Commentary & Analysis
Automating the Client Reporting Process
By Brent Burns The process to produce client reports for both individual and institutional investors is time consuming,
By WhatTheyThink Staff
Published: March 22, 2005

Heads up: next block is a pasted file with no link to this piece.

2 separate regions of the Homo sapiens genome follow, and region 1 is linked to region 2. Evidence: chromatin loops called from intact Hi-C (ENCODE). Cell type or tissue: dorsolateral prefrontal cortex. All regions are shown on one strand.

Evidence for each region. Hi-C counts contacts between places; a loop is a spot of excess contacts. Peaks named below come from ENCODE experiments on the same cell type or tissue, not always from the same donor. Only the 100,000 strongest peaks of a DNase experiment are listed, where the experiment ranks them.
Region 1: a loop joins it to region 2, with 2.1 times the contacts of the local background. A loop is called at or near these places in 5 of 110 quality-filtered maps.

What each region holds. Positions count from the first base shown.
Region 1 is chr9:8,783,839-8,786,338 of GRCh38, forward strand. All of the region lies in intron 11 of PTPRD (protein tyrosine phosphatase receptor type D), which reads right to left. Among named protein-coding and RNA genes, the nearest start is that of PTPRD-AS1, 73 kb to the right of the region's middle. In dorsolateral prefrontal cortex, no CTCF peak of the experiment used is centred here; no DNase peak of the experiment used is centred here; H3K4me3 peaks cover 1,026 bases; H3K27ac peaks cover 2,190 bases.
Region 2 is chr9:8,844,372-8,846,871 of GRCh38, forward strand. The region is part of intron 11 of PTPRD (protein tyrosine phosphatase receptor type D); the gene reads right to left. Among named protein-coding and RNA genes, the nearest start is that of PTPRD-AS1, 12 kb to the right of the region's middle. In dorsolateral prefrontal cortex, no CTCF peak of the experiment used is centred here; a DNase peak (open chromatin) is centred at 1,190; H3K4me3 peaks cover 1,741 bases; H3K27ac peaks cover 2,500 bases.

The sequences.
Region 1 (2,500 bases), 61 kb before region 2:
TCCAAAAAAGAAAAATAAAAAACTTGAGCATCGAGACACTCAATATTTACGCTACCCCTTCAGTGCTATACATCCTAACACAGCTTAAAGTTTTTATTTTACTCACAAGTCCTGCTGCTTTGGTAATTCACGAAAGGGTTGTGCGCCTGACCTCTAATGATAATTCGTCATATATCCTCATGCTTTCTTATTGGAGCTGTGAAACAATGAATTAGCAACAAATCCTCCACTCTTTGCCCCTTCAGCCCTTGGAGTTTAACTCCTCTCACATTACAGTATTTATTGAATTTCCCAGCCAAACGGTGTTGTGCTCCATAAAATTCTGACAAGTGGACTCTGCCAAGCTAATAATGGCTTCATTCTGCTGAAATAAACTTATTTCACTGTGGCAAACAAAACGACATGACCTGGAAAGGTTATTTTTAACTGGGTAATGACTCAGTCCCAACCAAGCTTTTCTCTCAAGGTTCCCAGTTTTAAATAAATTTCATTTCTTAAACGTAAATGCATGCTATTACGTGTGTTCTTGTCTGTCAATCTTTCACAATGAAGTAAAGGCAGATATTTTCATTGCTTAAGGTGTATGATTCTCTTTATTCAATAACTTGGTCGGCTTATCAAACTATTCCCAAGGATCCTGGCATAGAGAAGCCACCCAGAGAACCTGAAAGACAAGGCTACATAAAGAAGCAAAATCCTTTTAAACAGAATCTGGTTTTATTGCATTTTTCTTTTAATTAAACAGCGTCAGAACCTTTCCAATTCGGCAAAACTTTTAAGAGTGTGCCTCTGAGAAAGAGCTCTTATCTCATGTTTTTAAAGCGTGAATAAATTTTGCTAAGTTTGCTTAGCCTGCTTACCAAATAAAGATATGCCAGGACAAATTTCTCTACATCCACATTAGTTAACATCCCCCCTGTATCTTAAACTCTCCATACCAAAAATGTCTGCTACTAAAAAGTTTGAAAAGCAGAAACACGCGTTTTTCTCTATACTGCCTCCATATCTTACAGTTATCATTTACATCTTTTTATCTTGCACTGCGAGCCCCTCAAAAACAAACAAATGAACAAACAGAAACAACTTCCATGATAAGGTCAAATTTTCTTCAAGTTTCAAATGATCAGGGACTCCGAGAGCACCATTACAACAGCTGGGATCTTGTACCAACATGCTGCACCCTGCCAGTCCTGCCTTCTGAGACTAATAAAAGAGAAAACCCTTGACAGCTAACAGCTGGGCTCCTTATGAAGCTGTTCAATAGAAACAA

By Brent Burns The process to produce client reports for both individual and institutional investors is time consuming, lacks professionalism, and is prone to mistakes. March 22, 2005 -- As financial services organizations focus increased more of their attention on wealth management and high net worth customers, the issue of providing clients with a total view of their financial position is becoming more critical--and complex. Both retail and institutional investment advisors are being asked by their clients for more detailed, on-demand reporting of financial information. Likewise, investment advisors would like to be more proactive in communicating with their clients. Surprisingly, as sophisticated as the financial services marketplace has become, the issue of client reporting continues to be largely a manual and onerous process for most financial institutions. As described by one large asset management firm, the process to produce client reports for both individual and institutional investors is time consuming, lacks professionalism, and is prone to mistakes. Not comforting words for an organization that is faced with meeting constantly changing regulations and increasing client demands. Furthermore, the risks associated with a manual client reporting process took on new meaning with the introduction of Sarbanes-Oxley, which requires "identification and documentation of internal controls over financial reporting," most of which do not exist for client reporting. Client reporting includes the ability to analyze the client's current position, review top- and bottom-performing investments, prepare for any investments that may be maturing in the near future such as bonds and CDs, and provide other value-added investment services. The term "client reporting" refers to much more than a current statement of balances and recent transactions, which most banks and investment firms have provided via the web for several years. Rather, client reporting includes the ability to analyze the client's current position, review top- and bottom-performing investments, prepare for any investments that may be maturing in the near future such as bonds and CDs, and provide other value-added investment services. In addition, the investment advisor often includes some personal note or information about him/herself to reinforce the personal relationship with the client. To add complexity, both the client and investment advisor are requesting the flexibility to obtain these custom reports via email in PDF format, in a personal PowerPoint presentation, or, ideally, as an online self-service reporting system that allows clients to create their own customized reports. Many firms already provide their clients and investment advisors with these types of reports, but the process to produce them is very time consuming and involves little, if any, automation. According to another leading asset management firm, a request for a personalized client report takes between 10 and 20 days to be fulfilled. Typically, the request is generated by the investment advisor who calls or emails the request to a central administrative reporting person. This person then logs on to several different internal reporting systems in order to pull data and account information on a particular client. The information is then manually typed into an Excel spreadsheet, which provides the ability to produce some type of graph or chart. These graphs are then copied and pasted into a PowerPoint slide, which the investment advisor can then present to the client. Needless to say, the opportunity for human error is high and the ability to produce the client report quickly is non-existent. Since many investment advisors are producing one-off documents themselves, many marketing, legal and compliance department personnel are concerned over the number of documents that fail to reflect the appropriate marketing standards, legal disclosures, and level of quality that is required. According to one leading asset management firm, a request for a personalized client report takes between 10 and 20 days to be fulfilled. There is a clear need for solutions that can help financial services organizations link all of a customer's information together to produce dynamic personalized reports that meet the requirements of both clients and investment advisors. An effective solution must include the following: A browser-based front end that allows the client or investment advisor to interactively choose the content modules they want to appear in the report. The flexibility to produce all types of charts, graphs, and images. The ability to accept information from multiple internal systems, data warehouses, ECM systems, and other data sources without requiring the institution to normalize the data. A collaborative environment that allows marketing and legal groups to control content to meet the institution's requirements. The ability to produce output that is personalized in a PowerPoint slide show for the investment advisor or a PDF booklet for the client. A comprehensive platform for producing all types of document applications so that client reporting can be integrated with all the other communications the institution sends its clients. Meeting these criteria will give an organization the advantage of being able to produce consistent, timely, and accurate documents for its clients. Until a financial services company invests in such a solution, it will be forced to continue its manual processes, which cause issues for its employees and can even put the company at legal risk.